The training programmes held at Arahina were then based on the English Girl Guides' Training Scheme, and, at the time of the opening, New Zealand only had two Guiders qualified to teach the Training Scheme, a Miss Burgin and an Elizabeth Robertson. However, with the assistance of Guiders from overseas, and numerous training sessions at Arahina and around the country, the number of Trainers was gradually increased. The first training at the new centre had taken place prior to its opening in May 1947, and by 1967 the facilities had accommodated approximately 13,000 Guides. In 1956, the Guides first full time trainer, Jean Elliot, was appointed, and the following year New Zealand's own training scheme and Guide Diploma was launched.
During this period Arahina had developed into a fully functioning, well-equipped centre. When it first opened, free of debt, in 1948, a number of schemes were tested to raise funds for its maintenance. The 1948 Annual Report noted that: To produce vegetables, harvest small fruits and to have our own milk and eggs will help considerably with our expenses. A further source of income will be the letting of Arahina to other organisations when not required by the Guides. An attempt was made to grow market vegetables in the railway line paddocks but the soil proved unsuitable. Smaller gardens were later developed on another portion of the property. The letting of the facilities to other organisations was more successful, and by 1967 they had been used by approximately 8,000 people from other organisations. Another means of raising funds was the sale of land not required by the Guides. A number of sections were sold by the Guides in the 1950s, although some were re-purchased in the 1970s. By the mid to late 1950s, the financial situation had stabilised. However, by 1967, the year the Girl Guide movement had almost tripled in size to 44,125 girls. As the needs and numbers of the Guides increased, so did the demands on the facilities at Arahina. In response, Arahina experienced two spates of building. In 1956 a trading block, and a new accommodation block were constructed, providing 32 extra beds. That same year a new wing with a dining room and bedroom area was added to the original homestead. In the 1960s, a new conference centre, the Marie Iles Hall, was designed and constructed on land gifted to the Guides by the company M.S.D. Spiers. In addition, a new garage and storeroom was constructed, and the homestead was renovated.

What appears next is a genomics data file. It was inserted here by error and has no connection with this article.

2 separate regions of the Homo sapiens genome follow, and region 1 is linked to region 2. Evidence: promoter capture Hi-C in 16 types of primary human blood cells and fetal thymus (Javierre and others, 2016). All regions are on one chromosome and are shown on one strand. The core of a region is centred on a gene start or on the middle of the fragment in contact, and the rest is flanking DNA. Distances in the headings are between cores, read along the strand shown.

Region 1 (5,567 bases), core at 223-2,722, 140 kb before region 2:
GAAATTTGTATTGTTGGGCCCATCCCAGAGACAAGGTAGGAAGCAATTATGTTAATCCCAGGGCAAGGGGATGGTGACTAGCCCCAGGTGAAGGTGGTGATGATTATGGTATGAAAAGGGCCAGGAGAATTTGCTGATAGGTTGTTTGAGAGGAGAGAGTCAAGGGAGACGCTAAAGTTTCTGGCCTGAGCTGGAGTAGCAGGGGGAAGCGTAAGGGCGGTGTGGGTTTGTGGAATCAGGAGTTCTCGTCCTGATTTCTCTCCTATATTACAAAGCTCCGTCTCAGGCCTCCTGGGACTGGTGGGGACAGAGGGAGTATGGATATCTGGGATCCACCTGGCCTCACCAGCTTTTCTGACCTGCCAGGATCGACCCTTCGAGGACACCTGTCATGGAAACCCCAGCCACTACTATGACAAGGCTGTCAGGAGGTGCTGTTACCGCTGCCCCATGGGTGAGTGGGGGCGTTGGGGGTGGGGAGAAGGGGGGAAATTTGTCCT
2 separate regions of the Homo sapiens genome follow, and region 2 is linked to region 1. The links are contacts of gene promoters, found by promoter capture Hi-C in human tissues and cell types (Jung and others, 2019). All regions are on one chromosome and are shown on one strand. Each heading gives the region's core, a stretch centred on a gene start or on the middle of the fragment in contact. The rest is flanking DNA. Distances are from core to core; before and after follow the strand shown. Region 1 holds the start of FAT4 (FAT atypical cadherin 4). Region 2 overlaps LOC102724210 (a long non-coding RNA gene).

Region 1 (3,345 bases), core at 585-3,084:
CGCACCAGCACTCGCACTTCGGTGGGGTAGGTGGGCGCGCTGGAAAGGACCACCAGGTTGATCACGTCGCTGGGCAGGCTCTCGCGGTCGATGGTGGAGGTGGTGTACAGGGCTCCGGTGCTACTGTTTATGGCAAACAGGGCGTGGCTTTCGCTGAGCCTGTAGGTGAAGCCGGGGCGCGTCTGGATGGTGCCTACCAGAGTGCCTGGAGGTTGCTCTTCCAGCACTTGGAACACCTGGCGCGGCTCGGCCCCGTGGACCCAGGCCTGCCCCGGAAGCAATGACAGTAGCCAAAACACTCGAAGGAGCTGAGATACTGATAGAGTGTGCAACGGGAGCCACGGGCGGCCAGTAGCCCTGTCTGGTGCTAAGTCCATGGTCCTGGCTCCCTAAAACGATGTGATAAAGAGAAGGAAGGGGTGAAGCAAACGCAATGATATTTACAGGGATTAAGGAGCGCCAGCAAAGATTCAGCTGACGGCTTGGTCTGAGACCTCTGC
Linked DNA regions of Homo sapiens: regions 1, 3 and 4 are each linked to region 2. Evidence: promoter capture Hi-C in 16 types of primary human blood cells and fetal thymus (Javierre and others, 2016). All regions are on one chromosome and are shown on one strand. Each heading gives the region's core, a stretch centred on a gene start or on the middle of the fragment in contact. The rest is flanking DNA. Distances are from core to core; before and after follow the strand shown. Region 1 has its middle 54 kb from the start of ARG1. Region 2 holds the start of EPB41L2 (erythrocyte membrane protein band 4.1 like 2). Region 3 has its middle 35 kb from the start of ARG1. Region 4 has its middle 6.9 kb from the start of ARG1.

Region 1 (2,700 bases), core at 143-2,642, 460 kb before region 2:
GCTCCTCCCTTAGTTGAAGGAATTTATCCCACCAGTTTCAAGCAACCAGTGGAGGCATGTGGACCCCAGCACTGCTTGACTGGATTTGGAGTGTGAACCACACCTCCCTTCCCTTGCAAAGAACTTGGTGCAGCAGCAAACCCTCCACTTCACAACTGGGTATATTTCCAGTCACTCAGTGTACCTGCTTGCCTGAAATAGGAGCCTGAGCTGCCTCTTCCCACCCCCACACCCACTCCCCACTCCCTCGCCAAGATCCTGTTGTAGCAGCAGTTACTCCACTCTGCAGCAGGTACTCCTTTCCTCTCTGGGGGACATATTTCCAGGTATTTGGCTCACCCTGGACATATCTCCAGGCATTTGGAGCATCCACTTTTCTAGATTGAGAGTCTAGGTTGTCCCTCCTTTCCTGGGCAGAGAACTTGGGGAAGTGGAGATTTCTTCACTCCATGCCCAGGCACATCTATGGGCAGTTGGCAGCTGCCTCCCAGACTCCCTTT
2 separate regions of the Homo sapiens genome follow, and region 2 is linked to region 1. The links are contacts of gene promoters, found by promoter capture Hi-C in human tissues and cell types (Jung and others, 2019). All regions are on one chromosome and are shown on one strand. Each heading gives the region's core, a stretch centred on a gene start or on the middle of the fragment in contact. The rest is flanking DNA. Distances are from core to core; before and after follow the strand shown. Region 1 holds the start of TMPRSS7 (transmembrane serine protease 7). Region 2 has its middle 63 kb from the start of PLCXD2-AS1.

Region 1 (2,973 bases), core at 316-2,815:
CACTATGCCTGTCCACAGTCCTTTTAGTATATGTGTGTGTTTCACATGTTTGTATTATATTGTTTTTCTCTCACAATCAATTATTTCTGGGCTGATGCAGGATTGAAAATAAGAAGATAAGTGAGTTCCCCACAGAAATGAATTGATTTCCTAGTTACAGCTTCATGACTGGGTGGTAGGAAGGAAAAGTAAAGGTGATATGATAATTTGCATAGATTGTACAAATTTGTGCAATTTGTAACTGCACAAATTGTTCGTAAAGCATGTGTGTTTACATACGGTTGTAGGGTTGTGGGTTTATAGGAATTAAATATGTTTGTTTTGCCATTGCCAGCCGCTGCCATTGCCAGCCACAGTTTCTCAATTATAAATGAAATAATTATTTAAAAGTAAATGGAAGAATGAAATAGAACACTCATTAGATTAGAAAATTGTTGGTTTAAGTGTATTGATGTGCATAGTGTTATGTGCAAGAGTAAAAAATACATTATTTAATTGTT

By the late 1980s the number of Girl Guides trainees began to decrease. This was partly a result of a reduced rail service through Marton, which made the Arahina Training Centre less accessible. Difficulties in keeping staff and maintaining operation costs arose and, to combat this, an effort was made to increase the occupancy of private users. One of these private users was the Ministry of Civil Defence, which opened Arahina as New Zealand's National Civil Defence School on 24 May 1983. The Mary Hopkirk Wing was completed in 1985 to assist with the complex's new purpose. The Ministry used Arahina for the School for 15 weeks of the year until 1993.
Despite this, the problems persisted. To help resolve them, the concept of taking training sessions to the districts was developed. It proved successful, resulting in a marked increase in Girl Guide training attendance. This placed Arahina's future as a national training centre under threat. Eventually, the decision was made to sell the property. Although a conference centre was mooted for the site, in March 2001 Arahina was sold to The Institute in Basic Life Principles, a non-denominational Christian organisation that aims to provide alternative education for young people on a full-time or temporary basis.
11th February 2005
Report Written By
L. Burbury, M. Kelly
Alexander Turnbull Library
Alexander Turnbull Library, Wellington
'Girl Guides Association New Zealand Inc Records', 1910-1985, 40 Boxes, Reference Number 88-130, Manuscripts and Archives.
Girl Guides Association of NZ, 1988
Girl Guides Association of New Zealand, The Story of Arahina 1946-1988, Palmerston North, 1988 (Stylex Print)
M. Iles, Thirty years of Guiding in New Zealand 1923-1953, Whitcombe & Tombs, Wellington, 1953
M. Iles, 65 Years of Guiding 1908-1973: The official history of the girl guides association of NZ (Inc), The Girl Guides Association of New Zealand, Christchurch, 1976
P. Melody, They called it Marton: the life and times of Marton 1866-1979, Palmerston North, 1979 (PH Print)
A fully referenced registration report (which includes a physical description of the area) is available from the NZHPT Central Region Office.
Please note that entry on the New Zealand Heritage List/Rarangi Korero identifies only the heritage values of the property concerned, and should not be construed as advice on the state of the property, or as a comment of its soundness or safety, including in regard to earthquake risk, safety in the event of fire, or insanitary conditions.
Historic Area Place Name
Civil Defence Office
Cottage / Flat
Marie Isles Hall
Mary Hopkirk Wing